A pilot study of combination anti-cytokine and anti-lymphocyte biological therapy in rheumatoid arthritis

Leeds Institute of Molecular Medicine, Section of Musculoskeletal Disease, University of Leeds, UK.
QJM: monthly journal of the Association of Physicians (Impact Factor: 2.5). 05/2008; 101(4):299-306. DOI: 10.1093/qjmed/hcn006
Source: PubMed


Immunological tolerance in humans using anti-T-cell monoclonal antibodies (mAbs) may be hampered by a pro-inflammatory microenvironment. All clinical trials of such therapies in rheumatoid arthritis (RA), however, have selected patients with active disease at baseline. Concurrent neutralization of inflammation with a TNFalpha antagonist should maximize the potential of anti-T-cell mAbs to induce tolerance in RA.
To evaluate the safety of combining a TNFalpha antagonist and CD4 mAb in RA.
An iterative pilot study focused on the safety of such combination therapy.
Eight poor prognosis, seropositive RA patients were treated with combined CD4 and TNFalpha blockade. Prolonged CD4 blockade was achieved with a humanized mAb, and TNFalpha blockade with a p55 TNF receptor fusion protein.
There was a low incidence of classical first-dose reactions to the CD4 mAb, possibly reflecting concomitant TNFalpha blockade. An unusual anaphylactoid reaction was seen, however, and one patient developed a probable allergic reaction after several infusions. Skin rashes were common, as previously reported with CD4 mAb monotherapy. No serious infections were documented during follow-up, despite CD4+ lymphopenia in some patients. Most patients appeared to demonstrate improved RA disease control after the study. After 17-49 months after therapy, one patient was in remission, one remained off disease modifying anti-rheumatic drugs and five had stable disease, three on previously ineffective doses of methotrexate.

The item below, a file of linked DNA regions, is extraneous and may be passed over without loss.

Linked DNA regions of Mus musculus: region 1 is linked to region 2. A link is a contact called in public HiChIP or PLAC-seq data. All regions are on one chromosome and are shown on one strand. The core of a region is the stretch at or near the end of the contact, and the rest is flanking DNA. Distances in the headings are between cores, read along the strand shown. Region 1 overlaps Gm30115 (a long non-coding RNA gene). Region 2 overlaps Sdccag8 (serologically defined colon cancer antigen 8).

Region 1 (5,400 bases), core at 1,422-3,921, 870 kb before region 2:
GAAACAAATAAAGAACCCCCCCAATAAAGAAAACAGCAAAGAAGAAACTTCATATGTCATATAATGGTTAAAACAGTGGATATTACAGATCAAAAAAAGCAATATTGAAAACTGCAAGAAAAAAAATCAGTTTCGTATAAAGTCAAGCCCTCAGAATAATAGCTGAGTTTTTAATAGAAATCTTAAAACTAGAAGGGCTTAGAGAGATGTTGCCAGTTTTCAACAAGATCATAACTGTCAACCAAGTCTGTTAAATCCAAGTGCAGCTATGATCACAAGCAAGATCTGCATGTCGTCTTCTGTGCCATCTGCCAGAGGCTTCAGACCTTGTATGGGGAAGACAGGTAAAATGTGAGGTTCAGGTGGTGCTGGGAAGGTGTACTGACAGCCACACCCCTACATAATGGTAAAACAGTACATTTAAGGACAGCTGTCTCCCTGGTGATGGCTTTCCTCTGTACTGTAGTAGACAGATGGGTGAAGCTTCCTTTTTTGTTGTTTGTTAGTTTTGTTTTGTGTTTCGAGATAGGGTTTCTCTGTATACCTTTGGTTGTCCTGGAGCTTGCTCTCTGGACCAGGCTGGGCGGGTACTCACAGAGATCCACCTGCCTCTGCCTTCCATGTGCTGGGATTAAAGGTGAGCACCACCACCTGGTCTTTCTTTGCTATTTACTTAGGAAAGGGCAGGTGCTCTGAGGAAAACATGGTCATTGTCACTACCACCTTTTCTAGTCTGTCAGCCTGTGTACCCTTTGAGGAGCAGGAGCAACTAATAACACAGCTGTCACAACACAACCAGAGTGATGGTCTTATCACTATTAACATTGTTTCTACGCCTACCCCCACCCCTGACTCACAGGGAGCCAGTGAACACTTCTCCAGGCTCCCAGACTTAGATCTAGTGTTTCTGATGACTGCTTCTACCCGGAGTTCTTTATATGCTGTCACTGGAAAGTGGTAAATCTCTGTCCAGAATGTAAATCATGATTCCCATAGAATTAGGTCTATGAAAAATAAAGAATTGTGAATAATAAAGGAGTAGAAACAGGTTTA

We report, for the first time in man, immunotherapy with a combination of an anti-cytokine and an anti-T-cell reagent. We witnessed an unusual first-dose reaction but there were no significant infectious complications.

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